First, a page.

Head of the God Osiris, ca. Brooklyn Museum. Busiris Djedu was another important Osiris sanctuary and it is where one could see the name of the city written with two Djed pillars. A third key site for the followers of Osiris was Biggah Senmet. But the reach of the Osiris cult was much wider since all the cities which claimed to have been a location where a part of his dismembered body was buried also had a cenotaph to the god.
Although deceased kings were originally the only ones to associate themselves with Osiris upon their deaths, by BC every dead man could be linked to the deity. People saw him as a god who could protect them during their lives and who would judge them fairly in the Underworld. By making Osiris more accessible, he also became more popular and his cult spread throughout Egypt, sometimes with the god joining or absorbing other fertility and Underworld deities.
This ability to incorporate the local gods enabled Osiris worship to remain prominent through to the Hellenistic and Roman periods. Serapis , for example, was a Hellenistic god that combined Osiris with Apis - the sacred bull of Memphis. Greco-Roman writers also saw connections between their god Dionysus Bacchus and the Egyptian deity.
Osiris only fell with the rise of Christianity. Bust of Serapis. Although Osiris was the Judge of the Dead, he was also associated with rebirth, so the festivals related with him tended to focus more on celebrating life. This has already been noted with the Osiris figurines to enhance agricultural fertility. Processions and nocturnal rituals also took place at his temples and aspects of his life, death, and rebirth were key elements of those rites.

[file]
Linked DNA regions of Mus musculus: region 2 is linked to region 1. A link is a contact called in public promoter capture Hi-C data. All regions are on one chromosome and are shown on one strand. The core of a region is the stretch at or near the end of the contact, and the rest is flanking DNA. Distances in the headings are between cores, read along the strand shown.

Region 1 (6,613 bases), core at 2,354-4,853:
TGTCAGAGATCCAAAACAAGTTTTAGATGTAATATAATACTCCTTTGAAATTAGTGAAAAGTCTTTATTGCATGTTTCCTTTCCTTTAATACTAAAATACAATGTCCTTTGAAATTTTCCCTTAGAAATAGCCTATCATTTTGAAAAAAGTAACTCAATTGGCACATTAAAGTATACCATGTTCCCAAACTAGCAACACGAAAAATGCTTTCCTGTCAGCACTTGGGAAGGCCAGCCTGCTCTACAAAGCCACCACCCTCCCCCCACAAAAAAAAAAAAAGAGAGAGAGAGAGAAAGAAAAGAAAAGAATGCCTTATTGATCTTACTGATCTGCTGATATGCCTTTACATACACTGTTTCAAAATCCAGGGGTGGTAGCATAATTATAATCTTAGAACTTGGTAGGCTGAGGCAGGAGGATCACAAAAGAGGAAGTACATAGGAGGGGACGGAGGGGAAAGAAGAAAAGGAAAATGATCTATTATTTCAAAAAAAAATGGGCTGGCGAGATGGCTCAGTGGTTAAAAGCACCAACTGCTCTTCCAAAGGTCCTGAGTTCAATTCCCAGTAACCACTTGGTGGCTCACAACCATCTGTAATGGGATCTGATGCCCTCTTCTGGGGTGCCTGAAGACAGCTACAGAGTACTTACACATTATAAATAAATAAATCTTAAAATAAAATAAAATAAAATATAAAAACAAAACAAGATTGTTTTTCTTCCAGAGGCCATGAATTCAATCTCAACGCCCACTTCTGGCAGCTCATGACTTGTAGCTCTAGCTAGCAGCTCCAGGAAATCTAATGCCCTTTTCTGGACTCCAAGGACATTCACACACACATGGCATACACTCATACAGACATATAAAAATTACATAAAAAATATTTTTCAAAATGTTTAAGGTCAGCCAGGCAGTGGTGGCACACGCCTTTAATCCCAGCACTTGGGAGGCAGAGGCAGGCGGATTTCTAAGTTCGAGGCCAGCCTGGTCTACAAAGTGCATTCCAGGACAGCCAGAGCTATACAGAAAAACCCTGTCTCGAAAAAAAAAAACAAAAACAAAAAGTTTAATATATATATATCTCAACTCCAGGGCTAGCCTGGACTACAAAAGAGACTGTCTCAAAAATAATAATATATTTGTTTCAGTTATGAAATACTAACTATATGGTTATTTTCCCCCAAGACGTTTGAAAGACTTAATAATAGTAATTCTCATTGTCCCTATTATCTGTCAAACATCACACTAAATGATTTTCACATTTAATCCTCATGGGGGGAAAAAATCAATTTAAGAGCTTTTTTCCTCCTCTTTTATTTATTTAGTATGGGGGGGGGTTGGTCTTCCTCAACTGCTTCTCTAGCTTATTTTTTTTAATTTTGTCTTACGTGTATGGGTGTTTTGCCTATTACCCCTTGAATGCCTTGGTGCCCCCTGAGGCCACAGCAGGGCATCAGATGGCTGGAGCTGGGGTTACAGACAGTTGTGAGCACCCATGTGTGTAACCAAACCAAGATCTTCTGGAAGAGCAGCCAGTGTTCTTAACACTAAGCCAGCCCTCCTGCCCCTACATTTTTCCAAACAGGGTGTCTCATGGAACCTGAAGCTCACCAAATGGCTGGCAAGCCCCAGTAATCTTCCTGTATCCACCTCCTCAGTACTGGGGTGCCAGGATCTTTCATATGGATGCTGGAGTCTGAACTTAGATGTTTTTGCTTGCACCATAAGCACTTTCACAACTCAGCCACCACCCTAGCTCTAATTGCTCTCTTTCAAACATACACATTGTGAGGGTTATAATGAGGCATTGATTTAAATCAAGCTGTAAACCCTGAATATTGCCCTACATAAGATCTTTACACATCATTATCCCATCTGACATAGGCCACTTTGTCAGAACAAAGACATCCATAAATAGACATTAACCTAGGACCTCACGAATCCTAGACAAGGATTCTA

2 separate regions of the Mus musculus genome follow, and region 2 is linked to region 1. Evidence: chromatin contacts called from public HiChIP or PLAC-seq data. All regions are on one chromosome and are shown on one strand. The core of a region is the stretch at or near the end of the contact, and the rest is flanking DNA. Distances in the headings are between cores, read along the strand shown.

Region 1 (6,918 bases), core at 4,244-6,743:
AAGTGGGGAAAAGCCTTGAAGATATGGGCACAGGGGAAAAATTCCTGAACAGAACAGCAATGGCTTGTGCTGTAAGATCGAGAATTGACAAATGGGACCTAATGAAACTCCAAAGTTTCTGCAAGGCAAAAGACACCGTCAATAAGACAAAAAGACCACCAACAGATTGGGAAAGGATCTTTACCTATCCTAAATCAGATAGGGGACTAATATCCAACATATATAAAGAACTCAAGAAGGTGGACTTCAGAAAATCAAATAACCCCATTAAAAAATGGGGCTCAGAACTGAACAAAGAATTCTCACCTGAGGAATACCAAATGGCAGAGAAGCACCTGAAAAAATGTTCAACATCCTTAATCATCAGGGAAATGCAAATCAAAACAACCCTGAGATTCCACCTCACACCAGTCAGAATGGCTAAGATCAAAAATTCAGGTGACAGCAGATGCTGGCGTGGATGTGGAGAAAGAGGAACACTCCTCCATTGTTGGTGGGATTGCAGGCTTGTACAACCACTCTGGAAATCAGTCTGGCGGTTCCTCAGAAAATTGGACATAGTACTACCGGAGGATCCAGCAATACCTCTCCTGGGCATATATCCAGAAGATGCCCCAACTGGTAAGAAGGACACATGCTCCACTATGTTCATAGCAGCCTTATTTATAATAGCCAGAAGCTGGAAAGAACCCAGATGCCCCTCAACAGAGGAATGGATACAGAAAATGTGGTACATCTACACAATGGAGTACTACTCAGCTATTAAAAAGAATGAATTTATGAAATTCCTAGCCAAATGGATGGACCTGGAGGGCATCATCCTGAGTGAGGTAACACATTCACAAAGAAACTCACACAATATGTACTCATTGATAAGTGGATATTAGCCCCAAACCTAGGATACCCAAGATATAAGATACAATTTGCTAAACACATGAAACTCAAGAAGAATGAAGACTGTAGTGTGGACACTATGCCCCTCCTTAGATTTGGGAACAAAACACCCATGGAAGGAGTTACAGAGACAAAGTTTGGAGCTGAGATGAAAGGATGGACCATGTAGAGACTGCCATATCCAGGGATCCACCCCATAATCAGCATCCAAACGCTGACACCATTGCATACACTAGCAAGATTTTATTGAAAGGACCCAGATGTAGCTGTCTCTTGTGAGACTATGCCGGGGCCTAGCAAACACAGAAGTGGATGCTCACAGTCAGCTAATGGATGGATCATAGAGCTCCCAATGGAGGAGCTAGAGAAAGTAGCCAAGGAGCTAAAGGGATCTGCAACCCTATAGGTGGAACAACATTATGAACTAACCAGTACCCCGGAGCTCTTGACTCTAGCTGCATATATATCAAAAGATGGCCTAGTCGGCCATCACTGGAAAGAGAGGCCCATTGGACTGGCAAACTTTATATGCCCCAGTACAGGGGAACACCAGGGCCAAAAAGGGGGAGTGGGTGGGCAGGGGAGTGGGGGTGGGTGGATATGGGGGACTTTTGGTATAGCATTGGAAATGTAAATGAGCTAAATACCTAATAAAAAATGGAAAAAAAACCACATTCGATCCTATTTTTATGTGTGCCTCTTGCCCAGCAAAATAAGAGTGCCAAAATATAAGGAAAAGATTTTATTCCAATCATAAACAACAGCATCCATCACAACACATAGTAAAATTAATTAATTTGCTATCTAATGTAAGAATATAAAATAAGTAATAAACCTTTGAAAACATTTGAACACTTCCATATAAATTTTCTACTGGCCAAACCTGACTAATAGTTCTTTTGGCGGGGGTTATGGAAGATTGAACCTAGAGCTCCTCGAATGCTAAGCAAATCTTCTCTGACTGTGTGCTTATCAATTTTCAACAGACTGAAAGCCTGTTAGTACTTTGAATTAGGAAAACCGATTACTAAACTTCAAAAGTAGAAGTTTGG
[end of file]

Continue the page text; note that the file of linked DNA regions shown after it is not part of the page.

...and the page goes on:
The following section of a hymn to Osiris suggests just how popular his festivals, and the god himself, were to the ancient Egyptian people:. Unto thee are offerings made by all mankind, O thou lord to whom commemorations are made, both in heaven and in earth. Order by , and we can deliver your NextDay items by. In your cart, save the other item s for later in order to get NextDay delivery. We moved your item s to Saved for Later. There was a problem with saving your item s for later. You can go to cart and save for later there. Average rating: 0 out of 5 stars, based on 0 reviews Write a review.
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A Son of Gods – The Beginning of the Osiris Myth